When in the forest, there are a few tricks to avoid being bitten by ticks:

  • Put your pants in your socks, ticks won’t be able to grab your skin.
  • Use an anti-tick spray on your clothing and skin.
  • Avoid walking or resting in places were ticks live, such as the edge of the forest, on the sidewalk, in the bushes, and tall grass.
  • Be particularly alert during Spring and Fall.
  • Wear light color clothing. Ticks will be more visible and allow you to remove them before they bite you.

 

When coming back from a walk, a simple yet very effective gesture: control yourself

Let’s not forget that ticks only transmit microbes during their bloodmeal. The risk of transmission increases when it lasts more than 24 hours. Therefore, it is important to remove the tick off the skin as fast as possible. After a walk, let’s thoroughly inspect all our body parts and especially warm and humid parts that thick particularly enjoy, such as the knee fold, armpits or kids’ scalp.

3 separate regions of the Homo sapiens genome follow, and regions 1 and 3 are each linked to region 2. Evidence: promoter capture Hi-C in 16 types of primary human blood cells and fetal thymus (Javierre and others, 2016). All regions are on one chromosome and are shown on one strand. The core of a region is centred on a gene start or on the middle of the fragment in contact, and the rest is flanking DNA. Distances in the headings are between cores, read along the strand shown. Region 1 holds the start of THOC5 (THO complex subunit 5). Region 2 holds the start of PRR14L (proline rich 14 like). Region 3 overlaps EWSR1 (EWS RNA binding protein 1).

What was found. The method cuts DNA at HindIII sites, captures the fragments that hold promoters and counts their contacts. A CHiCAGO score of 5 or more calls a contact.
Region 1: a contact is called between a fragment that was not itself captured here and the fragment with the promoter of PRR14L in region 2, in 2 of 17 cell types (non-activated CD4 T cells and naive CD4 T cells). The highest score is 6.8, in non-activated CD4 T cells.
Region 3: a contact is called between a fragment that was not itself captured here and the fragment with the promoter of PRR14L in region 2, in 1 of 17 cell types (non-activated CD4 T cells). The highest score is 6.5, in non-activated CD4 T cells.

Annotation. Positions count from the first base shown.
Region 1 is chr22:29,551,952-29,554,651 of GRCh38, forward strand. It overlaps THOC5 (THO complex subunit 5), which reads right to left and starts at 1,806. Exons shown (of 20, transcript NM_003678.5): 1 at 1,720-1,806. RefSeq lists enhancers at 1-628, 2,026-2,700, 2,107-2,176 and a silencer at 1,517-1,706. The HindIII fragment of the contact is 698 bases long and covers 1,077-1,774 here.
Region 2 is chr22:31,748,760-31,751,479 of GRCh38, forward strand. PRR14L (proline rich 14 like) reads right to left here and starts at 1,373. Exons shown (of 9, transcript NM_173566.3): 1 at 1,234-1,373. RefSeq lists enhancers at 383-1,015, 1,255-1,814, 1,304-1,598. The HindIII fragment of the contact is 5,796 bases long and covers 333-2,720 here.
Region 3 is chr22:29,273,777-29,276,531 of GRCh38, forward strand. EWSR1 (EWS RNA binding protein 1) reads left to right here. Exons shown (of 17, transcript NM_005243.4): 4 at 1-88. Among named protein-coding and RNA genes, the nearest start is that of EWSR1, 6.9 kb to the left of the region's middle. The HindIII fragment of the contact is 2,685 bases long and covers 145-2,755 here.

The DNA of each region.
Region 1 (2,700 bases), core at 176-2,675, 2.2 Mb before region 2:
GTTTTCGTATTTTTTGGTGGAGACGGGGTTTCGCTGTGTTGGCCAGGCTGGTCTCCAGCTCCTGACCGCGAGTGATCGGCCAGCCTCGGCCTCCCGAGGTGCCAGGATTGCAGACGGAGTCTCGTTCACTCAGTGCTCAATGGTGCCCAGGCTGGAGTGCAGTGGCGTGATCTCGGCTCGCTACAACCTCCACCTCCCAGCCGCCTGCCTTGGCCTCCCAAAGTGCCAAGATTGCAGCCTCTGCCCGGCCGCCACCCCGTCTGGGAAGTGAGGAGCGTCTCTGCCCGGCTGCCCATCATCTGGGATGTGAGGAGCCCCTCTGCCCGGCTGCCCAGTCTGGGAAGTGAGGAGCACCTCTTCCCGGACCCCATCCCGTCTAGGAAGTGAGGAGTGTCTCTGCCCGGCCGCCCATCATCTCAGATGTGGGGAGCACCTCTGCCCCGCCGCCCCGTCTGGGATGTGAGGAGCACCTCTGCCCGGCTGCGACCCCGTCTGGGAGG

What if I find a tick on myself?

Don’t panic! Simply take it off using fine tweezers. A magnifying glass can be helpful. Grab the head of the tick with the tweezer at the edge of the skin and pull upward in a steady motion. Then carefully disinfect the bite.

Do not use

  • Oil or vaseline
  • Alcohol
  • Ether or dissolvant
  • Glue or nail polish
  • Other chemical products because they increase the risk of microbe transmission by making the tick « throw up ».

In case of fever or symptoms similar to Lyme’s disease or Tick-born Encephalitis, seek out a doctor immediately.

An effective vaccine against the Tick-borne virus encephalitis caused by the TBE virus exists and requires three injections. It is advised by the federal office of public health starting at 6 years of age for any person living or temporarily staying in at risk areas and those working in the forest (lumberjacks, forest rangers).